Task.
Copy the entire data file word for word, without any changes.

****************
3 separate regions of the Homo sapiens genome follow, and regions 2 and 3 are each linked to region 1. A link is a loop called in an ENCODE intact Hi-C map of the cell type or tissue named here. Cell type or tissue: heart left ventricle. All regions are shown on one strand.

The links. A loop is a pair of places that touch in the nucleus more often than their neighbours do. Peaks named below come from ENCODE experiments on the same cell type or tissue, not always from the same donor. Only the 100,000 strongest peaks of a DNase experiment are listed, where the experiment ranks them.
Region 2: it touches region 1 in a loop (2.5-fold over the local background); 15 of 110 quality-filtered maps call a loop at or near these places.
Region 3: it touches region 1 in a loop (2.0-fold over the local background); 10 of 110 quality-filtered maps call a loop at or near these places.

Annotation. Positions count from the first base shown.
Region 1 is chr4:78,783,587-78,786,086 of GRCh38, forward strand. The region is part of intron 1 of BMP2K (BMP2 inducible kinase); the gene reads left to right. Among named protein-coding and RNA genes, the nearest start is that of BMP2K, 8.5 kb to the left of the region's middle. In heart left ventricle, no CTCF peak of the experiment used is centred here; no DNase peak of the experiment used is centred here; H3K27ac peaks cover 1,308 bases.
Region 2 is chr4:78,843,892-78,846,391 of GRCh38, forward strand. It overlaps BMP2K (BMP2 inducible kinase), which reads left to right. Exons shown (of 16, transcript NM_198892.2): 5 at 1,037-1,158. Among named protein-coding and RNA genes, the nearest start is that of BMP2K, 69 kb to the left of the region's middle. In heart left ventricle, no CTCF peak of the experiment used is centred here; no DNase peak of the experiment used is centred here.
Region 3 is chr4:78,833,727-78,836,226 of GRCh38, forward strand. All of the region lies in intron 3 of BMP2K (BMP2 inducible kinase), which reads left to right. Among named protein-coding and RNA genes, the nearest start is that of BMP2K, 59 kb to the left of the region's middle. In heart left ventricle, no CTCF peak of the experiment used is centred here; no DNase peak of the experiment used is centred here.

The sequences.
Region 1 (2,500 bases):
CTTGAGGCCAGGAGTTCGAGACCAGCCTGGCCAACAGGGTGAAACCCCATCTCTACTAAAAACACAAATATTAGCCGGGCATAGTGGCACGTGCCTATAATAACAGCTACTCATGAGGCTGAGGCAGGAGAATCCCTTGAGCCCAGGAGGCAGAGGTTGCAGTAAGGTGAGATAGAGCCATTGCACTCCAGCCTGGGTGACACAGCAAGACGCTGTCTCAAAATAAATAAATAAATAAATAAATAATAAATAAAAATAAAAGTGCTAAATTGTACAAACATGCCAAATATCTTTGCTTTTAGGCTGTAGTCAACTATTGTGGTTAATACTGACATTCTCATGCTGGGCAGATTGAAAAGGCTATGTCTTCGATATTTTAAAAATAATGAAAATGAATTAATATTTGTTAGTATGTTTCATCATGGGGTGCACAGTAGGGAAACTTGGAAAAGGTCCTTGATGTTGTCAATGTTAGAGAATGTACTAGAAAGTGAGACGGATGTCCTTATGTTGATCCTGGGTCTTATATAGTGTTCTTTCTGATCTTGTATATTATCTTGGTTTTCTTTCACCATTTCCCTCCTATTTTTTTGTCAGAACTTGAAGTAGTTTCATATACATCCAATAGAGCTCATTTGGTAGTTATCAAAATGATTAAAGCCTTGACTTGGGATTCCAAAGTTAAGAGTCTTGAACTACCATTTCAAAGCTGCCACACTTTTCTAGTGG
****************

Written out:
3 separate regions of the Homo sapiens genome follow, and regions 2 and 3 are each linked to region 1. A link is a loop called in an ENCODE intact Hi-C map of the cell type or tissue named here. Cell type or tissue: heart left ventricle. All regions are shown on one strand.

The links. A loop is a pair of places that touch in the nucleus more often than their neighbours do. Peaks named below come from ENCODE experiments on the same cell type or tissue, not always from the same donor. Only the 100,000 strongest peaks of a DNase experiment are listed, where the experiment ranks them.
Region 2: it touches region 1 in a loop (2.5-fold over the local background); 15 of 110 quality-filtered maps call a loop at or near these places.
Region 3: it touches region 1 in a loop (2.0-fold over the local background); 10 of 110 quality-filtered maps call a loop at or near these places.

Annotation. Positions count from the first base shown.
Region 1 is chr4:78,783,587-78,786,086 of GRCh38, forward strand. The region is part of intron 1 of BMP2K (BMP2 inducible kinase); the gene reads left to right. Among named protein-coding and RNA genes, the nearest start is that of BMP2K, 8.5 kb to the left of the region's middle. In heart left ventricle, no CTCF peak of the experiment used is centred here; no DNase peak of the experiment used is centred here; H3K27ac peaks cover 1,308 bases.
Region 2 is chr4:78,843,892-78,846,391 of GRCh38, forward strand. It overlaps BMP2K (BMP2 inducible kinase), which reads left to right. Exons shown (of 16, transcript NM_198892.2): 5 at 1,037-1,158. Among named protein-coding and RNA genes, the nearest start is that of BMP2K, 69 kb to the left of the region's middle. In heart left ventricle, no CTCF peak of the experiment used is centred here; no DNase peak of the experiment used is centred here.
Region 3 is chr4:78,833,727-78,836,226 of GRCh38, forward strand. All of the region lies in intron 3 of BMP2K (BMP2 inducible kinase), which reads left to right. Among named protein-coding and RNA genes, the nearest start is that of BMP2K, 59 kb to the left of the region's middle. In heart left ventricle, no CTCF peak of the experiment used is centred here; no DNase peak of the experiment used is centred here.

The sequences.
Region 1 (2,500 bases):
CTTGAGGCCAGGAGTTCGAGACCAGCCTGGCCAACAGGGTGAAACCCCATCTCTACTAAAAACACAAATATTAGCCGGGCATAGTGGCACGTGCCTATAATAACAGCTACTCATGAGGCTGAGGCAGGAGAATCCCTTGAGCCCAGGAGGCAGAGGTTGCAGTAAGGTGAGATAGAGCCATTGCACTCCAGCCTGGGTGACACAGCAAGACGCTGTCTCAAAATAAATAAATAAATAAATAAATAATAAATAAAAATAAAAGTGCTAAATTGTACAAACATGCCAAATATCTTTGCTTTTAGGCTGTAGTCAACTATTGTGGTTAATACTGACATTCTCATGCTGGGCAGATTGAAAAGGCTATGTCTTCGATATTTTAAAAATAATGAAAATGAATTAATATTTGTTAGTATGTTTCATCATGGGGTGCACAGTAGGGAAACTTGGAAAAGGTCCTTGATGTTGTCAATGTTAGAGAATGTACTAGAAAGTGAGACGGATGTCCTTATGTTGATCCTGGGTCTTATATAGTGTTCTTTCTGATCTTGTATATTATCTTGGTTTTCTTTCACCATTTCCCTCCTATTTTTTTGTCAGAACTTGAAGTAGTTTCATATACATCCAATAGAGCTCATTTGGTAGTTATCAAAATGATTAAAGCCTTGACTTGGGATTCCAAAGTTAAGAGTCTTGAACTACCATTTCAAAGCTGCCACACTTTTCTAGTGG